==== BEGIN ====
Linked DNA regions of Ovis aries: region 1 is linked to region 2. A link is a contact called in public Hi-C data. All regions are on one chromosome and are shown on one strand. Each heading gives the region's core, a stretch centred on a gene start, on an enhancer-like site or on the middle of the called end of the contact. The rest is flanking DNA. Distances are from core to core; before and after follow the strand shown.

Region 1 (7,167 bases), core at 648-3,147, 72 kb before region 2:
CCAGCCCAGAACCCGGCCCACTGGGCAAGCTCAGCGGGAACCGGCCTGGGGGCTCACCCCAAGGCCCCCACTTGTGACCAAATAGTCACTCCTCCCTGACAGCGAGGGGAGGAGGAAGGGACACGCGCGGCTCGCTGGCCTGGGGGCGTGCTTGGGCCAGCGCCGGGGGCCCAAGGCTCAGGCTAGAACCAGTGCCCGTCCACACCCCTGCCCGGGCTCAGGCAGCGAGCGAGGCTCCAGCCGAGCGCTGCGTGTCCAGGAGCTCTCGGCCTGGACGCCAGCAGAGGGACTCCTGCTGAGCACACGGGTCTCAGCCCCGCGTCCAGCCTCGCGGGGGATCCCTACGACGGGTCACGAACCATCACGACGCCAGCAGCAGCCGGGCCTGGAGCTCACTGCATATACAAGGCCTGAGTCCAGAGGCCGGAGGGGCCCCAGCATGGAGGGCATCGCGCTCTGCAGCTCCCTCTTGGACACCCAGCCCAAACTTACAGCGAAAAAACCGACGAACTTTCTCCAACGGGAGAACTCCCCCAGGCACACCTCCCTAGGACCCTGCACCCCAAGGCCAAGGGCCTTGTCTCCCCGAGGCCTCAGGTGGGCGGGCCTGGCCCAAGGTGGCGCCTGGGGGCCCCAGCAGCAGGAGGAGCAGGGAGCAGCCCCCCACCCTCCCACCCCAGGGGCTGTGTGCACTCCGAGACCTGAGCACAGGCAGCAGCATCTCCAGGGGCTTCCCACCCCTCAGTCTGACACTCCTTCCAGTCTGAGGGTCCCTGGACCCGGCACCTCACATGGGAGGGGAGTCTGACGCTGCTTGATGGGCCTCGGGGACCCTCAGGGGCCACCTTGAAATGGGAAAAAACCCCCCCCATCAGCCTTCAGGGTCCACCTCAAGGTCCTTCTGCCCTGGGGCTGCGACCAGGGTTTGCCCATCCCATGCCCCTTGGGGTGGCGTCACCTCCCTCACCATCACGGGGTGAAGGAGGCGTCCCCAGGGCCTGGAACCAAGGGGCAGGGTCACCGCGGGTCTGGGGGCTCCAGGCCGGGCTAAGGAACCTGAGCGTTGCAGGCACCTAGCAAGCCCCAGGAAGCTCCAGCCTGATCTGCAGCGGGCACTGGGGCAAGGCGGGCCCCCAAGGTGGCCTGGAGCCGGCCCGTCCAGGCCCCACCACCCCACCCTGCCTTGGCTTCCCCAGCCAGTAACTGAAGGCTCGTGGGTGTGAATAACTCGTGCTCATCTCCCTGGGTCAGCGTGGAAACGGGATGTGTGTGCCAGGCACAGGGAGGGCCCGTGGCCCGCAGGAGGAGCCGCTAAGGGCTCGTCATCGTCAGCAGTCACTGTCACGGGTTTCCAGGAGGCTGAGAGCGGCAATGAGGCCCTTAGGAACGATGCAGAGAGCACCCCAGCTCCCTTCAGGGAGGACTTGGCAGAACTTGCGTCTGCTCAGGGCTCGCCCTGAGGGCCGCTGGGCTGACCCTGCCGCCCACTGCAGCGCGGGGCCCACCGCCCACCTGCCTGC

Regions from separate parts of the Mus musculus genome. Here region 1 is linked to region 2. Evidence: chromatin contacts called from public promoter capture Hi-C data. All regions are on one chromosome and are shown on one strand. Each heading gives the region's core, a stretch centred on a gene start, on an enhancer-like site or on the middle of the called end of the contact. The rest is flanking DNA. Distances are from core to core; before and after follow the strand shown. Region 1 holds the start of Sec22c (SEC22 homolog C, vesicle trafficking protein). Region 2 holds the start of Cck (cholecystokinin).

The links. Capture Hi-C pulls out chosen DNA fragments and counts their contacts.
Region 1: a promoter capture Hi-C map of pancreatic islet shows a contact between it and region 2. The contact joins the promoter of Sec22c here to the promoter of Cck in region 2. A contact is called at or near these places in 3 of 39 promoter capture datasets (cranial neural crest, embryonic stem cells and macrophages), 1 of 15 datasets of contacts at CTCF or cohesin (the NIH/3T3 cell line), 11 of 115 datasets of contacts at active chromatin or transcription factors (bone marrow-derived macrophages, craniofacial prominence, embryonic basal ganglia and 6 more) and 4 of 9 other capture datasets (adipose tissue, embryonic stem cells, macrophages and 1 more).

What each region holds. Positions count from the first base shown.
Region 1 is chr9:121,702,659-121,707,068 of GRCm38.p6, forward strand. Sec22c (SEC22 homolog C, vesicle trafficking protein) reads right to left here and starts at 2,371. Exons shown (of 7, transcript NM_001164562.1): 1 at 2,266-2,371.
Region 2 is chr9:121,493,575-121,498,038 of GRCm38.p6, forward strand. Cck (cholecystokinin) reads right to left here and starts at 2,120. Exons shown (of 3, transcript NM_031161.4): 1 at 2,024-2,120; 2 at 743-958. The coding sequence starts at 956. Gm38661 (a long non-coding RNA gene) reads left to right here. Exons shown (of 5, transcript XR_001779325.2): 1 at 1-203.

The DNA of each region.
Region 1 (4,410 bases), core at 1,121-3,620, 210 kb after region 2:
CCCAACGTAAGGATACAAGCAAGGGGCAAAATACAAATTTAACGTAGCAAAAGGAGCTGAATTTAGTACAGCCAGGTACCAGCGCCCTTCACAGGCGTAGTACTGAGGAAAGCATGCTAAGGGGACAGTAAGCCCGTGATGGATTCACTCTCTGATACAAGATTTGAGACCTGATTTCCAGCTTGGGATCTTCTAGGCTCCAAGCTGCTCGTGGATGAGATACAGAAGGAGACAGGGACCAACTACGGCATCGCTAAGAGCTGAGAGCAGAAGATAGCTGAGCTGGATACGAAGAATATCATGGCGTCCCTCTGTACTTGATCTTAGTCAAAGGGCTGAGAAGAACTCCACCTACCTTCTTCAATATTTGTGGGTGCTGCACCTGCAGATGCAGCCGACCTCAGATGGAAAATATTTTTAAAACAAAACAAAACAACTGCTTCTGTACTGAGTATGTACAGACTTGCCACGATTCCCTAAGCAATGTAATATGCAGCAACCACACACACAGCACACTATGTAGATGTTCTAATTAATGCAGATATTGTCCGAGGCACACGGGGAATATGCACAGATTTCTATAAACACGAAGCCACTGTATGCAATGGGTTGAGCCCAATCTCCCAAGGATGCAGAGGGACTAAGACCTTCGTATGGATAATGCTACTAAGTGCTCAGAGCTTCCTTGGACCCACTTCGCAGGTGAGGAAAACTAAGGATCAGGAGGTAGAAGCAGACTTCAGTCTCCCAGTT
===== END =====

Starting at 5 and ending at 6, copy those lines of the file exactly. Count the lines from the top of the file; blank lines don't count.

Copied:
The links. Capture Hi-C pulls out chosen DNA fragments and counts their contacts.
Region 1: a promoter capture Hi-C map of pancreatic islet shows a contact between it and region 2. The contact joins the promoter of Sec22c here to the promoter of Cck in region 2. A contact is called at or near these places in 3 of 39 promoter capture datasets (cranial neural crest, embryonic stem cells and macrophages), 1 of 15 datasets of contacts at CTCF or cohesin (the NIH/3T3 cell line), 11 of 115 datasets of contacts at active chromatin or transcription factors (bone marrow-derived macrophages, craniofacial prominence, embryonic basal ganglia and 6 more) and 4 of 9 other capture datasets (adipose tissue, embryonic stem cells, macrophages and 1 more).